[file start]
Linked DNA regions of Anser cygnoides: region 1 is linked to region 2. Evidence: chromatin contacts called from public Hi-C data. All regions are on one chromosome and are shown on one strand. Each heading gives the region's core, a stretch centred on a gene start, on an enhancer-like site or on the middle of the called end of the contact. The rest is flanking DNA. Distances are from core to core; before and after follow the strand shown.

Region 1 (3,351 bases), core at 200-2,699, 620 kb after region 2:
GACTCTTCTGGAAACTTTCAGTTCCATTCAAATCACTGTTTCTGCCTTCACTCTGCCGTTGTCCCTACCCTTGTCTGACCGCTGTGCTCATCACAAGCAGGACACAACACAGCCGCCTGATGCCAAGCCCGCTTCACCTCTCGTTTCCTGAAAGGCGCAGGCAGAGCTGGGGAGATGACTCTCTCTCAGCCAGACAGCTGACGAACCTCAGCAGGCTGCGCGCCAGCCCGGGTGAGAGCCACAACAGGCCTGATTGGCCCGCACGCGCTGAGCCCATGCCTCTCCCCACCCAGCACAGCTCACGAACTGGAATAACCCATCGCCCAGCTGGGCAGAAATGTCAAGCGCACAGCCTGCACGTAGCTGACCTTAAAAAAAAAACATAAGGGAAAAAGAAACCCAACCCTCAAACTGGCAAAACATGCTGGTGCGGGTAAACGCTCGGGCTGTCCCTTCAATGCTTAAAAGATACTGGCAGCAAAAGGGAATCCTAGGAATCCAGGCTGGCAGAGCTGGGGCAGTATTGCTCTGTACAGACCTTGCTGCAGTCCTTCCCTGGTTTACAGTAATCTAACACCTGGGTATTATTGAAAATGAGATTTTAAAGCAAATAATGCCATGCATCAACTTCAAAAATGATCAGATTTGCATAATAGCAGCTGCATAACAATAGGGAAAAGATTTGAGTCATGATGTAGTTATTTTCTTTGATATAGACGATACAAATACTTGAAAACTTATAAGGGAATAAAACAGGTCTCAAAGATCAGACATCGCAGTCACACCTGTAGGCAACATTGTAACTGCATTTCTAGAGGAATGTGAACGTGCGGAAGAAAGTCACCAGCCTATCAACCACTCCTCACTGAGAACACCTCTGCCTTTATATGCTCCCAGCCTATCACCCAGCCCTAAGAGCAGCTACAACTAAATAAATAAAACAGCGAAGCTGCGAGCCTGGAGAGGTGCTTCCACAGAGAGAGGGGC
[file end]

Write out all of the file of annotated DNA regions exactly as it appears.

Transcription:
Linked DNA regions of Anser cygnoides: region 1 is linked to region 2. Evidence: chromatin contacts called from public Hi-C data. All regions are on one chromosome and are shown on one strand. Each heading gives the region's core, a stretch centred on a gene start, on an enhancer-like site or on the middle of the called end of the contact. The rest is flanking DNA. Distances are from core to core; before and after follow the strand shown.

Region 1 (3,351 bases), core at 200-2,699, 620 kb after region 2:
GACTCTTCTGGAAACTTTCAGTTCCATTCAAATCACTGTTTCTGCCTTCACTCTGCCGTTGTCCCTACCCTTGTCTGACCGCTGTGCTCATCACAAGCAGGACACAACACAGCCGCCTGATGCCAAGCCCGCTTCACCTCTCGTTTCCTGAAAGGCGCAGGCAGAGCTGGGGAGATGACTCTCTCTCAGCCAGACAGCTGACGAACCTCAGCAGGCTGCGCGCCAGCCCGGGTGAGAGCCACAACAGGCCTGATTGGCCCGCACGCGCTGAGCCCATGCCTCTCCCCACCCAGCACAGCTCACGAACTGGAATAACCCATCGCCCAGCTGGGCAGAAATGTCAAGCGCACAGCCTGCACGTAGCTGACCTTAAAAAAAAAACATAAGGGAAAAAGAAACCCAACCCTCAAACTGGCAAAACATGCTGGTGCGGGTAAACGCTCGGGCTGTCCCTTCAATGCTTAAAAGATACTGGCAGCAAAAGGGAATCCTAGGAATCCAGGCTGGCAGAGCTGGGGCAGTATTGCTCTGTACAGACCTTGCTGCAGTCCTTCCCTGGTTTACAGTAATCTAACACCTGGGTATTATTGAAAATGAGATTTTAAAGCAAATAATGCCATGCATCAACTTCAAAAATGATCAGATTTGCATAATAGCAGCTGCATAACAATAGGGAAAAGATTTGAGTCATGATGTAGTTATTTTCTTTGATATAGACGATACAAATACTTGAAAACTTATAAGGGAATAAAACAGGTCTCAAAGATCAGACATCGCAGTCACACCTGTAGGCAACATTGTAACTGCATTTCTAGAGGAATGTGAACGTGCGGAAGAAAGTCACCAGCCTATCAACCACTCCTCACTGAGAACACCTCTGCCTTTATATGCTCCCAGCCTATCACCCAGCCCTAAGAGCAGCTACAACTAAATAAATAAAACAGCGAAGCTGCGAGCCTGGAGAGGTGCTTCCACAGAGAGAGGGGC